The Yad Sarah geriatric dental clinic, a different model
Article first published online: 8 NOV 2006
Volume 23, Issue 4, pages 237–241, December 2006
How to Cite
Pietrokovski, J. and Zini, A. (2006), The Yad Sarah geriatric dental clinic, a different model. Gerodontology, 23: 237–241. doi: 10.1111/j.1741-2358.2006.00121.x
- Issue published online: 8 NOV 2006
- Article first published online: 8 NOV 2006
- Accepted 20 March 2006
- geriatric dental clinic;
- home care
Introduction: There are not sufficient dental services for elderly people around the world. Yad Sarah is an Israel-wide network of volunteers aiding sick, elderly, isolated and housebound people with an array of services aimed at making home care possible. It provides medical and social services to more than 380 000 elderly persons per year and in addition, lends medical equipment free of charge, has day rehabilitation centres, legal aid council for seniors, provides transportation for the disabled, meal deliveries and geriatric dental services.
Materials and methods: The latter are equipped with five dental units (one mobile unit) and a dental laboratory. During the 5 years from 2000 to 2004 the dental services provided dental care for 3890 elderly patients with the main clinic located in Jerusalem. Patients pay an average of 70% of the cost price of their dental care, with the difference being subsidised by Yad Sarah. Of the 515 patients who applied for treatment in 2004, 54% possessed natural teeth in both jaws, 28% were fully edentulous, 12% were edentulous in the maxilla and 6% were edentulous in the mandible. Females applied for dental treatment more often than the male population. Older patients (75–101 years old) required oral care at their homes or at old age residences, more frequently than the younger age groups (60–74 years old).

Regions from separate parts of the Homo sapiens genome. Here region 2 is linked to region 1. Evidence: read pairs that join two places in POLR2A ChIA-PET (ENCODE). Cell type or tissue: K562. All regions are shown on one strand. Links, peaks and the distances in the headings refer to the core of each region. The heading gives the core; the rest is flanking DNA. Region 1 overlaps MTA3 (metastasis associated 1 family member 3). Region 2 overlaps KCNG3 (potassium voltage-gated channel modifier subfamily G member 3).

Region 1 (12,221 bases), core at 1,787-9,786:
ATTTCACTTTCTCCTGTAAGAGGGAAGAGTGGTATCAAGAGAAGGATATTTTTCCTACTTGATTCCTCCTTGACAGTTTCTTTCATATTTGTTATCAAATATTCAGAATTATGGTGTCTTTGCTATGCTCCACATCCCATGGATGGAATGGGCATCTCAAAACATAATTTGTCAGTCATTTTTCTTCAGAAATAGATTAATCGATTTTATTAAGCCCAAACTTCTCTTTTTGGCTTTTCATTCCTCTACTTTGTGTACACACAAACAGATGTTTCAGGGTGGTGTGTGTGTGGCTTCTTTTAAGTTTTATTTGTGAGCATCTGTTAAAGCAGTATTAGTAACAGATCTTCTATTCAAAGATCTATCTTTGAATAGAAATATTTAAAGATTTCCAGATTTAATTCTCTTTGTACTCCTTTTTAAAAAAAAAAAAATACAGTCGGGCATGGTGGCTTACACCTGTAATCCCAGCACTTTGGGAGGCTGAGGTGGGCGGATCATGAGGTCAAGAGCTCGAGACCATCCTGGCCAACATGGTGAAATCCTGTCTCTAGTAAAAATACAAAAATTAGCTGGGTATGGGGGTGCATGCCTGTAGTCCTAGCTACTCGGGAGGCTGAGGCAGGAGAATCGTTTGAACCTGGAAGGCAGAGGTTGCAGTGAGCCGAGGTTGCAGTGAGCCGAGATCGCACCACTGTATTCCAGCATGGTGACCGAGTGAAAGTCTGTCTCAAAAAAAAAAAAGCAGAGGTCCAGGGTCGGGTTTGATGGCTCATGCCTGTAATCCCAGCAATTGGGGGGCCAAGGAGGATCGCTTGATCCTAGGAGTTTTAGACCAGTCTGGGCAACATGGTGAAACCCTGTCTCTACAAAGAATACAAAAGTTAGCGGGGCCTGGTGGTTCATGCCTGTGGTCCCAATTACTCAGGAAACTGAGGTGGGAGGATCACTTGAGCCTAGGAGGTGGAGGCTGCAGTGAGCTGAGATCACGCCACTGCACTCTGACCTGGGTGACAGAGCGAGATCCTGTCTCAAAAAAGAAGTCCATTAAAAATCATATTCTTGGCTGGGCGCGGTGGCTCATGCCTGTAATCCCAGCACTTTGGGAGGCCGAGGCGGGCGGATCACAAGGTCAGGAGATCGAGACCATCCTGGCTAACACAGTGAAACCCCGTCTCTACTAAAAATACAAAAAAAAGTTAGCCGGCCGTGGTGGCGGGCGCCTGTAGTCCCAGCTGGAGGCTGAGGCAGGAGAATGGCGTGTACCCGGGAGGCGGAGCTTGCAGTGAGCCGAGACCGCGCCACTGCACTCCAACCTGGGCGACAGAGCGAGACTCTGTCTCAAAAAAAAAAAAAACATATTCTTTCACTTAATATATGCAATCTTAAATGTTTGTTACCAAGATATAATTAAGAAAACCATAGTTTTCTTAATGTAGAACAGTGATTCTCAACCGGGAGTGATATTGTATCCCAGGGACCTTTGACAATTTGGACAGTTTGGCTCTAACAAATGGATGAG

Conclusion: Dental treatment was administered by 70 volunteer dental surgeons, two certified dental hygienists and dental hygienist students. The clinical staff was provided with a comprehensive in-service training in geriatric dentistry during the 3-year service learning period. A survey in 2004 showed that 83% of the selected patients were satisfied, compared with 14% who were not. The reasons for satisfaction were, mainly, the personal relationship with the attending staff (41%) and the professional ability of the dental team (46%).